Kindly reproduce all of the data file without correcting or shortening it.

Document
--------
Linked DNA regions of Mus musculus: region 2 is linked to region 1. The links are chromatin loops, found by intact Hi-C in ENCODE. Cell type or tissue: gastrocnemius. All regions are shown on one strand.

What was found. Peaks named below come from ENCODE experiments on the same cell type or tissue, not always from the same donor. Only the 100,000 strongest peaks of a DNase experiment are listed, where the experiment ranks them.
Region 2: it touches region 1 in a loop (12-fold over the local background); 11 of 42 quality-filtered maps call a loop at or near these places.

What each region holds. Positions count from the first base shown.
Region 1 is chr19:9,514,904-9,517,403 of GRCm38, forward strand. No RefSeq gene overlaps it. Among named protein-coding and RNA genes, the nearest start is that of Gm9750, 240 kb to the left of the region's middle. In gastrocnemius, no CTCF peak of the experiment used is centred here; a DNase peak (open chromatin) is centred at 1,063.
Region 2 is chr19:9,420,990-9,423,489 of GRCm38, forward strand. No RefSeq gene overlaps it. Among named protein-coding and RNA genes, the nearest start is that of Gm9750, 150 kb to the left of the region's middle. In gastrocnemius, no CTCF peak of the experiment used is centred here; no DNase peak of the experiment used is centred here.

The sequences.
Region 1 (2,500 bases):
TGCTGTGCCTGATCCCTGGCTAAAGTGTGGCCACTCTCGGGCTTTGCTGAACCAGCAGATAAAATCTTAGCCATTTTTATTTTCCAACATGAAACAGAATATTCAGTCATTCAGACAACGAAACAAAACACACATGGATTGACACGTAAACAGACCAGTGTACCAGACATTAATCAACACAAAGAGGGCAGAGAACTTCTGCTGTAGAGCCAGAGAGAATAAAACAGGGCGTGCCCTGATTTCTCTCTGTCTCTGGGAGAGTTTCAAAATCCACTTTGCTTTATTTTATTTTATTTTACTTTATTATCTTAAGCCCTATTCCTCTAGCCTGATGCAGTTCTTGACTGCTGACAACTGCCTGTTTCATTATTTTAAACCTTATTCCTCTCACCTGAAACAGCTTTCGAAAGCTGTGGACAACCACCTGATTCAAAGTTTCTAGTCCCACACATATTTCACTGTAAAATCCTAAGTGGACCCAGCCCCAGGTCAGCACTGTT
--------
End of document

Linked DNA regions of Mus musculus: region 2 is linked to region 1. The links are chromatin loops, found by intact Hi-C in ENCODE. Cell type or tissue: gastrocnemius. All regions are shown on one strand.

What was found. Peaks named below come from ENCODE experiments on the same cell type or tissue, not always from the same donor. Only the 100,000 strongest peaks of a DNase experiment are listed, where the experiment ranks them.
Region 2: it touches region 1 in a loop (12-fold over the local background); 11 of 42 quality-filtered maps call a loop at or near these places.

What each region holds. Positions count from the first base shown.
Region 1 is chr19:9,514,904-9,517,403 of GRCm38, forward strand. No RefSeq gene overlaps it. Among named protein-coding and RNA genes, the nearest start is that of Gm9750, 240 kb to the left of the region's middle. In gastrocnemius, no CTCF peak of the experiment used is centred here; a DNase peak (open chromatin) is centred at 1,063.
Region 2 is chr19:9,420,990-9,423,489 of GRCm38, forward strand. No RefSeq gene overlaps it. Among named protein-coding and RNA genes, the nearest start is that of Gm9750, 150 kb to the left of the region's middle. In gastrocnemius, no CTCF peak of the experiment used is centred here; no DNase peak of the experiment used is centred here.

The sequences.
Region 1 (2,500 bases):
TGCTGTGCCTGATCCCTGGCTAAAGTGTGGCCACTCTCGGGCTTTGCTGAACCAGCAGATAAAATCTTAGCCATTTTTATTTTCCAACATGAAACAGAATATTCAGTCATTCAGACAACGAAACAAAACACACATGGATTGACACGTAAACAGACCAGTGTACCAGACATTAATCAACACAAAGAGGGCAGAGAACTTCTGCTGTAGAGCCAGAGAGAATAAAACAGGGCGTGCCCTGATTTCTCTCTGTCTCTGGGAGAGTTTCAAAATCCACTTTGCTTTATTTTATTTTATTTTACTTTATTATCTTAAGCCCTATTCCTCTAGCCTGATGCAGTTCTTGACTGCTGACAACTGCCTGTTTCATTATTTTAAACCTTATTCCTCTCACCTGAAACAGCTTTCGAAAGCTGTGGACAACCACCTGATTCAAAGTTTCTAGTCCCACACATATTTCACTGTAAAATCCTAAGTGGACCCAGCCCCAGGTCAGCACTGTT